Study: Shorter Men At Greater Risk For Premature Baldness
BONN, Germany — Shorter men might be at risk for experiencing hair loss or baldness more quickly, according to a new genetic study from the University of Bonn.
It’s been proven in the past that men who bald early have an increased risk of certain health issues like heart diseases and prostate cancer. To further study this topic, researchers at the university used a group of 11,000 men with premature baldness and 12,000 who had no hair loss at all.
The team made a number of discoveries, linking premature baldness to being short and experiencing early puberty.
“We were thus able to identify 63 alterations in the human genome that increase the risk of premature hair loss,” says Dr. Stefanie Heilmann-Heimbach, one of the lead authors of the study and human geneticist at the University of Bonn, in a university news release. “Some of these alterations were also found in connection with other characteristics and illnesses, such as reduced body size, earlier occurrence of puberty and various cancers.”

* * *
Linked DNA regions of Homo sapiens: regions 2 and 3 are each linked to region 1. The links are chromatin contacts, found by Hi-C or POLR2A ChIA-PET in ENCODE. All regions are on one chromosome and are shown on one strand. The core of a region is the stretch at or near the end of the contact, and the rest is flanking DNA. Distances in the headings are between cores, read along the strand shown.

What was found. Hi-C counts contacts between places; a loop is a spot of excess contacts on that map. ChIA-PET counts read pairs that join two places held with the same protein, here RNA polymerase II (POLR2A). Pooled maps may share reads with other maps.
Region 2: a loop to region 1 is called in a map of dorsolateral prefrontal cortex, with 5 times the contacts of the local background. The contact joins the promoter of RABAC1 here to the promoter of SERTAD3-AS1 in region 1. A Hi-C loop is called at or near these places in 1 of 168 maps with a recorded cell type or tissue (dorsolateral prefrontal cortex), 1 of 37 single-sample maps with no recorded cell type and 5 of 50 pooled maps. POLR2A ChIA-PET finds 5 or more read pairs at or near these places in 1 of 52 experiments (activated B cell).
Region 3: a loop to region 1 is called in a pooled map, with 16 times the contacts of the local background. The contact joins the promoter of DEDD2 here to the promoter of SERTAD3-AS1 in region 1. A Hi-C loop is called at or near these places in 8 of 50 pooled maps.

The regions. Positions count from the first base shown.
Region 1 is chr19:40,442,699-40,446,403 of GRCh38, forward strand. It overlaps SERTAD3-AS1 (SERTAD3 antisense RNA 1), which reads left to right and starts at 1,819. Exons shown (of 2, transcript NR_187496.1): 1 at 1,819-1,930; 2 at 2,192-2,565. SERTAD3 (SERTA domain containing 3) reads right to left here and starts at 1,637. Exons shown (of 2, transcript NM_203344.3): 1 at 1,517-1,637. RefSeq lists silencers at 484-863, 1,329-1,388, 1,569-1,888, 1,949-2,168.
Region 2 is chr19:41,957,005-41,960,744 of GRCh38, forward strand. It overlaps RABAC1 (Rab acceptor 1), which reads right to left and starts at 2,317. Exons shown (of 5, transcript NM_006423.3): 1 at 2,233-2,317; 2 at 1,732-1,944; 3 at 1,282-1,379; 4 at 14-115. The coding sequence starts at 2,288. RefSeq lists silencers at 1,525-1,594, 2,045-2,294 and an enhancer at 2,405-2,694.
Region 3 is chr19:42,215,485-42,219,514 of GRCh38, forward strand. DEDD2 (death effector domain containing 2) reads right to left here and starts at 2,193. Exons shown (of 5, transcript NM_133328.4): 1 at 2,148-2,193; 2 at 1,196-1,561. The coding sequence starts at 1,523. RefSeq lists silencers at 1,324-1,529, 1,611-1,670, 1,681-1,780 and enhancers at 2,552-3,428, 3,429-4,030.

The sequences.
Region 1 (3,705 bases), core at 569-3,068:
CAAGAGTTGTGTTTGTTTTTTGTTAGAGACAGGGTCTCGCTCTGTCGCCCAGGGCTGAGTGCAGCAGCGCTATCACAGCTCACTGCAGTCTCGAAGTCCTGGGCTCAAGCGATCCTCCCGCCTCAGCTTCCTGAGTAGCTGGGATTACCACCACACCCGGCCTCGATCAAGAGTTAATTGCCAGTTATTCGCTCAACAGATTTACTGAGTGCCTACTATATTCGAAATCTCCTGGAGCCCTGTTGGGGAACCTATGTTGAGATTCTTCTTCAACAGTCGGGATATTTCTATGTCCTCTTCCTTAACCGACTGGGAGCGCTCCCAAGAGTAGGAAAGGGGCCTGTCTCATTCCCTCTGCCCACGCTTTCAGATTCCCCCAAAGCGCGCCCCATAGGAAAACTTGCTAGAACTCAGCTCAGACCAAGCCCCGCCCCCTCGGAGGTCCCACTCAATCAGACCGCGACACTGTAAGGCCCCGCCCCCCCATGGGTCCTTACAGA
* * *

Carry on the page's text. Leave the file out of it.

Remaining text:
The research team confirmed previous research that found men who experience hair loss are at greater risk of prostate cancer, and also found sufferers are at a higher risk of sudden cardiac arrest.
“We have also found links to light skin color and increased bone density. These could indicate that men with hair loss are better able to use sunlight to synthesize vitamin D. They could also explain why white men, in particular, lose their hair prematurely,” says Professor Markus Nöthen, the Director of the Institute of Human Genetics at the University of Bonn.
Markus explains that while researchers identified certain genes that seem to play a part in baldness, there is a lot more work to be done on the topic. They hope to increase the knowledge about the links between premature hair loss and other illnesses.
“Men with premature hair loss do not need to be concerned. The risks of illness are only increased slightly,” he says. “It is, however, exciting to see that hair loss is by no means an isolated characteristic, but instead displays various relationships with other characteristics.”
The study was published March 8 in the journal Nature Communications.